Science

European Space Agency starts to unfold atlas of 1 billion stars in 3D

If space is the final frontier, it will help to have an accurate map, and the European Space Agency said Wednesday its mission to chart more than 1 billion stars in the Milky Way is on track for completion in a year's time.

Images come from 10-metre-wide Gaia spacecraft, which has been orbiting the sun

Biggest-ever image of our Milky Way galaxy captured by Euro satellite

5 years ago
1:04
Compiled from images taken between July 2014 and September 2015 1:04

If space is the final frontier, it will help to have an accurate map, and the European Space Agency said Wednesday its mission to chart more than 1 billion stars in the Milky Way is on track for completion in a year's time.

The agency released the first data from its ongoing effort, called the Gaia Mission, to draw the biggest and most precise three-dimensional map of our galaxy.

Mission manager Fred Jansen told a news conference in Madrid that the project has already collected some 500 billion measurements and he is "extremely happy" with the precision of the data. It is being distributed among scientists for analysis.

An all-sky view of stars in our Galaxy – the Milky Way – and neighbouring galaxies, based on the first year of observations from ESA’s Gaia satellite, from July 2014 to September 2015. This map shows the density of stars observed by Gaia in each portion of the sky. Brighter regions indicate denser concentrations of stars, while darker regions correspond to patches of the sky where fewer stars are observed. (ESA/Gaia/DPAC)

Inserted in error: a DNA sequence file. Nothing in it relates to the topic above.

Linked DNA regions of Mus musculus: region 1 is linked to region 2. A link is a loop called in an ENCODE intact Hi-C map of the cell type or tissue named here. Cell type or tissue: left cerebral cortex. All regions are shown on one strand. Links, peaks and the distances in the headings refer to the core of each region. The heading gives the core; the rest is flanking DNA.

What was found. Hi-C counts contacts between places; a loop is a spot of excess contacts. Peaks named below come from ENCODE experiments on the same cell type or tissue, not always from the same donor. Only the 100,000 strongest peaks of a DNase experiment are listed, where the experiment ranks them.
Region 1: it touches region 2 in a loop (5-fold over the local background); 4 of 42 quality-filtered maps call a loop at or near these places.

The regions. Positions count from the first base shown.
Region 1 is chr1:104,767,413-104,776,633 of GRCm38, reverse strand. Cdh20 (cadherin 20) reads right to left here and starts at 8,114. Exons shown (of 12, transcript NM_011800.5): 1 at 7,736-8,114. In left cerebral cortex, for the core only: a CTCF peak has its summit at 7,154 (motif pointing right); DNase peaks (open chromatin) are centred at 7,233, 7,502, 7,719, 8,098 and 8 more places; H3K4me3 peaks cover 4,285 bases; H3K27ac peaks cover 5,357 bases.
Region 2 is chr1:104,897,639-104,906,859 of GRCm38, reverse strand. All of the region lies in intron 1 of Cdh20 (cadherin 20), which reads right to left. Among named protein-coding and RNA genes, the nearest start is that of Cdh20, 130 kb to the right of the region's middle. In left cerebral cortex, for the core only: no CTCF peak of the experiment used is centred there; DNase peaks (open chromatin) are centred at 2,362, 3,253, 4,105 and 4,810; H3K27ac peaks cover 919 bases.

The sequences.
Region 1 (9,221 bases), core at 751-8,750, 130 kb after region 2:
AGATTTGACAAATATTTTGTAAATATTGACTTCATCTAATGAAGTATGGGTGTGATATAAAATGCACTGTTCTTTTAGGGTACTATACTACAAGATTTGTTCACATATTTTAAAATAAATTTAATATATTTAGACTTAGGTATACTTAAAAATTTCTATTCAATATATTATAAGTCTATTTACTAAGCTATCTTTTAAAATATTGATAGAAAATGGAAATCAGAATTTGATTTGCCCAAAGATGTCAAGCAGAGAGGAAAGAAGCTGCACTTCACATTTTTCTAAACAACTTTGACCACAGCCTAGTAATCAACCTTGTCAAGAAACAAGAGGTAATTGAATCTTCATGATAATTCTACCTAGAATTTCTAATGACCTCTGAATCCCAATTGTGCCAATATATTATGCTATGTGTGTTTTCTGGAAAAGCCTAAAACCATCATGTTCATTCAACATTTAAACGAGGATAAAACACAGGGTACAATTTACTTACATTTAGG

At the heart of the five-year mission is the 10-metre-wide Gaia spacecraft, which resembles a barrel sitting on a silver saucer. It carries two telescopes and is orbiting slowly around the sun.

Anthony Brown, head of the scientific consortium processing Gaia data, said the highly precise calculations represent "a revolution" in astrophysics. The high-resolution methods have already helped identify some 400 million new stars.

The full atlas of 1 billion stars — representing about 1 per cent of the stars in the Milky Way — is set to be released near the end of 2017.

The agency says the "huge stellar census" will help resolve mysteries about the origin and evolution of the galaxy.

Cataloguing the galaxy is a major technological challenge, and the agency says Gaia's measuring abilities are in some cases comparable to measuring the diameter of a human hair from 1,000 kilometres away.

An artist's rendering of Gaia mapping the stars of the Milky Way. The 10-metre-wide craft carries two telescopes and orbits the sun. (ESA/ATG medialab)

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